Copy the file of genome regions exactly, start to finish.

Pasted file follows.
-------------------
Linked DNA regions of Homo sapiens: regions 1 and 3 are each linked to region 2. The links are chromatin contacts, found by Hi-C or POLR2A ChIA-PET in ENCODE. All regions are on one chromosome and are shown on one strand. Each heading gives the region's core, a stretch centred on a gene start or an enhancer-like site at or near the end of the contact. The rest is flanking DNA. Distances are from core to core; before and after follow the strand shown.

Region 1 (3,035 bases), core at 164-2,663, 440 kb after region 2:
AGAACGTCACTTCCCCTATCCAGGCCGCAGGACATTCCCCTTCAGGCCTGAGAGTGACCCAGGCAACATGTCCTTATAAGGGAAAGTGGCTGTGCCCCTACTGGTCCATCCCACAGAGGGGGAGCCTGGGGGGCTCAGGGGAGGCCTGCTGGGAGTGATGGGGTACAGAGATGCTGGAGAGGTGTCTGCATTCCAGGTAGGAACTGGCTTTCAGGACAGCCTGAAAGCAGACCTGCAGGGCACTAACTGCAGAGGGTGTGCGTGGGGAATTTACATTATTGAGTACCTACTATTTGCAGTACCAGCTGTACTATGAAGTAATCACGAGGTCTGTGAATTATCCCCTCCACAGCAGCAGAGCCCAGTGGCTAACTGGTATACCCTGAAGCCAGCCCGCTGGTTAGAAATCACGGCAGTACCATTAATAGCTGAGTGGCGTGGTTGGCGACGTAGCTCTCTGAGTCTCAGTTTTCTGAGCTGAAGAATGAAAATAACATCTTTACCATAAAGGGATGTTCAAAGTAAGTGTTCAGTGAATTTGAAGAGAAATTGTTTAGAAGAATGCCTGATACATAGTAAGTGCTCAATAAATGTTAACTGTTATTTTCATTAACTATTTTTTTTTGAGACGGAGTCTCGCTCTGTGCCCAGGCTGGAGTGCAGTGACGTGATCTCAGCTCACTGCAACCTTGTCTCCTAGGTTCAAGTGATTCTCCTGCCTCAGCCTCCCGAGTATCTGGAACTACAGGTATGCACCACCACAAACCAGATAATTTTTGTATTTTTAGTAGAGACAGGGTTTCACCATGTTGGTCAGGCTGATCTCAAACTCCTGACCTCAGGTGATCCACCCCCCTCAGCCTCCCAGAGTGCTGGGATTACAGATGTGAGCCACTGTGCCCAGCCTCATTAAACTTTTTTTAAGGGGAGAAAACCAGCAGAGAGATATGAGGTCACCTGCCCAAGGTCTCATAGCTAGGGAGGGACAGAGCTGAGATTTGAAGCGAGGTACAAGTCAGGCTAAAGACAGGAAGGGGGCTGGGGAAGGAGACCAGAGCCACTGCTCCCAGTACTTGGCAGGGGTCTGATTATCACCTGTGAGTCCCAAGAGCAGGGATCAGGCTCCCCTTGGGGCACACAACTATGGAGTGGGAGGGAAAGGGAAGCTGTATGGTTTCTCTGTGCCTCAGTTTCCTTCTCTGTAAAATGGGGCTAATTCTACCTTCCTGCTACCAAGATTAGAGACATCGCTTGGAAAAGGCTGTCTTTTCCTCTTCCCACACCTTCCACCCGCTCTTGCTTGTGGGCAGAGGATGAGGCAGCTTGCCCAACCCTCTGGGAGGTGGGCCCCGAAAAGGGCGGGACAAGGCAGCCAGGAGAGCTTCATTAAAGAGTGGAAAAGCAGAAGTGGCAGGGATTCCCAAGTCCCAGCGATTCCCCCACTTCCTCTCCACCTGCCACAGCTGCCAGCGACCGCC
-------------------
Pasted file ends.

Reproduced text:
Linked DNA regions of Homo sapiens: regions 1 and 3 are each linked to region 2. The links are chromatin contacts, found by Hi-C or POLR2A ChIA-PET in ENCODE. All regions are on one chromosome and are shown on one strand. Each heading gives the region's core, a stretch centred on a gene start or an enhancer-like site at or near the end of the contact. The rest is flanking DNA. Distances are from core to core; before and after follow the strand shown.

Region 1 (3,035 bases), core at 164-2,663, 440 kb after region 2:
AGAACGTCACTTCCCCTATCCAGGCCGCAGGACATTCCCCTTCAGGCCTGAGAGTGACCCAGGCAACATGTCCTTATAAGGGAAAGTGGCTGTGCCCCTACTGGTCCATCCCACAGAGGGGGAGCCTGGGGGGCTCAGGGGAGGCCTGCTGGGAGTGATGGGGTACAGAGATGCTGGAGAGGTGTCTGCATTCCAGGTAGGAACTGGCTTTCAGGACAGCCTGAAAGCAGACCTGCAGGGCACTAACTGCAGAGGGTGTGCGTGGGGAATTTACATTATTGAGTACCTACTATTTGCAGTACCAGCTGTACTATGAAGTAATCACGAGGTCTGTGAATTATCCCCTCCACAGCAGCAGAGCCCAGTGGCTAACTGGTATACCCTGAAGCCAGCCCGCTGGTTAGAAATCACGGCAGTACCATTAATAGCTGAGTGGCGTGGTTGGCGACGTAGCTCTCTGAGTCTCAGTTTTCTGAGCTGAAGAATGAAAATAACATCTTTACCATAAAGGGATGTTCAAAGTAAGTGTTCAGTGAATTTGAAGAGAAATTGTTTAGAAGAATGCCTGATACATAGTAAGTGCTCAATAAATGTTAACTGTTATTTTCATTAACTATTTTTTTTTGAGACGGAGTCTCGCTCTGTGCCCAGGCTGGAGTGCAGTGACGTGATCTCAGCTCACTGCAACCTTGTCTCCTAGGTTCAAGTGATTCTCCTGCCTCAGCCTCCCGAGTATCTGGAACTACAGGTATGCACCACCACAAACCAGATAATTTTTGTATTTTTAGTAGAGACAGGGTTTCACCATGTTGGTCAGGCTGATCTCAAACTCCTGACCTCAGGTGATCCACCCCCCTCAGCCTCCCAGAGTGCTGGGATTACAGATGTGAGCCACTGTGCCCAGCCTCATTAAACTTTTTTTAAGGGGAGAAAACCAGCAGAGAGATATGAGGTCACCTGCCCAAGGTCTCATAGCTAGGGAGGGACAGAGCTGAGATTTGAAGCGAGGTACAAGTCAGGCTAAAGACAGGAAGGGGGCTGGGGAAGGAGACCAGAGCCACTGCTCCCAGTACTTGGCAGGGGTCTGATTATCACCTGTGAGTCCCAAGAGCAGGGATCAGGCTCCCCTTGGGGCACACAACTATGGAGTGGGAGGGAAAGGGAAGCTGTATGGTTTCTCTGTGCCTCAGTTTCCTTCTCTGTAAAATGGGGCTAATTCTACCTTCCTGCTACCAAGATTAGAGACATCGCTTGGAAAAGGCTGTCTTTTCCTCTTCCCACACCTTCCACCCGCTCTTGCTTGTGGGCAGAGGATGAGGCAGCTTGCCCAACCCTCTGGGAGGTGGGCCCCGAAAAGGGCGGGACAAGGCAGCCAGGAGAGCTTCATTAAAGAGTGGAAAAGCAGAAGTGGCAGGGATTCCCAAGTCCCAGCGATTCCCCCACTTCCTCTCCACCTGCCACAGCTGCCAGCGACCGCC